And in Barbados, Tiger Woods ties the knot. Nope, this is not the wedding picture. But according to local media, the golfer married his Swedish girlfriend at a resort last night. Woods reportedly went to great lengths to keep the ceremony private, understandably, renting out the entire resort. They also booked the island's only charter helicopter company to keep the paparazzi out of the skies. Clever.

And here's the happy couple having fun on the water. The price tag for the whole event, an estimated $1.5 million. Not much, I guess, when you are worth an estimated $370 million.

That's a quick look at tonight's uplink.

Weapons of mass deception? The final report is in, and tonight we learn what Saddam really didn't have. And we'll get reaction from former weapons inspectors Scott Ritter and David Kay.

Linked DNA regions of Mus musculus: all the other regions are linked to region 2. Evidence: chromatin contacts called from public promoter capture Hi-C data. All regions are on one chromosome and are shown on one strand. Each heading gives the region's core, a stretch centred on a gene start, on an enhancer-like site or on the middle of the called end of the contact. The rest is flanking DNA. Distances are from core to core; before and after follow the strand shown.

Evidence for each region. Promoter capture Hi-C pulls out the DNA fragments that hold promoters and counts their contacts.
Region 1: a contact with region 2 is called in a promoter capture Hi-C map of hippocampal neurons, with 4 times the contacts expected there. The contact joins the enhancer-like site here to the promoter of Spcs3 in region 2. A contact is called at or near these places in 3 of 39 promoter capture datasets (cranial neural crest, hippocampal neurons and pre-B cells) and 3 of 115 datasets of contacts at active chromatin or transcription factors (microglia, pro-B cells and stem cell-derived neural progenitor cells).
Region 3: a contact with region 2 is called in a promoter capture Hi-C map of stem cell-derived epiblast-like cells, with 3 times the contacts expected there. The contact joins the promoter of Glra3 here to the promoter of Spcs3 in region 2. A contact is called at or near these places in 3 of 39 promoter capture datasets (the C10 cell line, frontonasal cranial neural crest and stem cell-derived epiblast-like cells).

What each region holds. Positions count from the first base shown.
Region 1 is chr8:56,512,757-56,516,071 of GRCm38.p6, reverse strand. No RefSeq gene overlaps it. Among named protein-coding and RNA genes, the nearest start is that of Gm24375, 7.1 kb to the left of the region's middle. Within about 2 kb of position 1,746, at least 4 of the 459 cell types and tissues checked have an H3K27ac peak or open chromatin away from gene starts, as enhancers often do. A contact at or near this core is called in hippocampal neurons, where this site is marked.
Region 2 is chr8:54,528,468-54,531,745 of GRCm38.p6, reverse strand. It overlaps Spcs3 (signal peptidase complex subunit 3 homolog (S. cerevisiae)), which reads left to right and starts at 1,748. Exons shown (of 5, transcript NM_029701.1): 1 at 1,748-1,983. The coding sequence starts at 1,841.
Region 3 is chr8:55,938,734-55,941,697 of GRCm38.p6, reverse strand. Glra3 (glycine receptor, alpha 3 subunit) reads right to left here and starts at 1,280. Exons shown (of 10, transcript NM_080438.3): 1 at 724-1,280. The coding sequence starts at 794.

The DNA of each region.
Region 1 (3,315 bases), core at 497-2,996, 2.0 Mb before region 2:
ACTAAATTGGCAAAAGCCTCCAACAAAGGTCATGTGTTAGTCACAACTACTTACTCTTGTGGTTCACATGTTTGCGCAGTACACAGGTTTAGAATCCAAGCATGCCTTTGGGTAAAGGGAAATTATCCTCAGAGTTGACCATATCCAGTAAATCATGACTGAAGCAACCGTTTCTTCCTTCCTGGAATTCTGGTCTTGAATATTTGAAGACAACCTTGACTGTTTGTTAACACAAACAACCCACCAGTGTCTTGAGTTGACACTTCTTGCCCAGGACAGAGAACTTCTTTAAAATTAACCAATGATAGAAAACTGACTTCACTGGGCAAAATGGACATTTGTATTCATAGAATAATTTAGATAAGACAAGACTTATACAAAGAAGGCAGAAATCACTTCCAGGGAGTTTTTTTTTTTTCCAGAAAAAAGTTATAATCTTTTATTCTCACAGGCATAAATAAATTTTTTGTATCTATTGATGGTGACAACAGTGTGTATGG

The Scott Peterson trial. After 19 weeks, the prosecution rests. But did they prove their case beyond a reasonable doubt? Tonight, a 360 report card.


COOPER: More than a year and a half ago, at the start of the Iraq war, the White House announced the beginning of the disarmament of Saddam Hussein's regime. Apparently, that had already happened. A lengthy CIA report released today states that at the time of the invasion, Saddam Hussein did not have stockpiles of weapons of mass destruction.

Its author, Iraq Survey Group chief Charles Duelfer, was a pick by the Bush administration to lead the search for those weapons. He says Iraq's WMD program was essentially destroyed back in 1991, and its nuclear program was halted after the first Gulf War. But Duelfer says Saddam still had a desire to get such weapons.

Want to talk about this with two people who know the issue very well. We're joined in Albany by former U.N. weapons inspector and strong opponent of the war in Iraq, Scott Ritter, and in Washington, Duelfer's predecessor, former chief weapons inspector David Kay.

Gentlemen, thanks for being with us.

Scott, let me start off with you. From what you know about this report, what do you agree with, what do you still disagree with?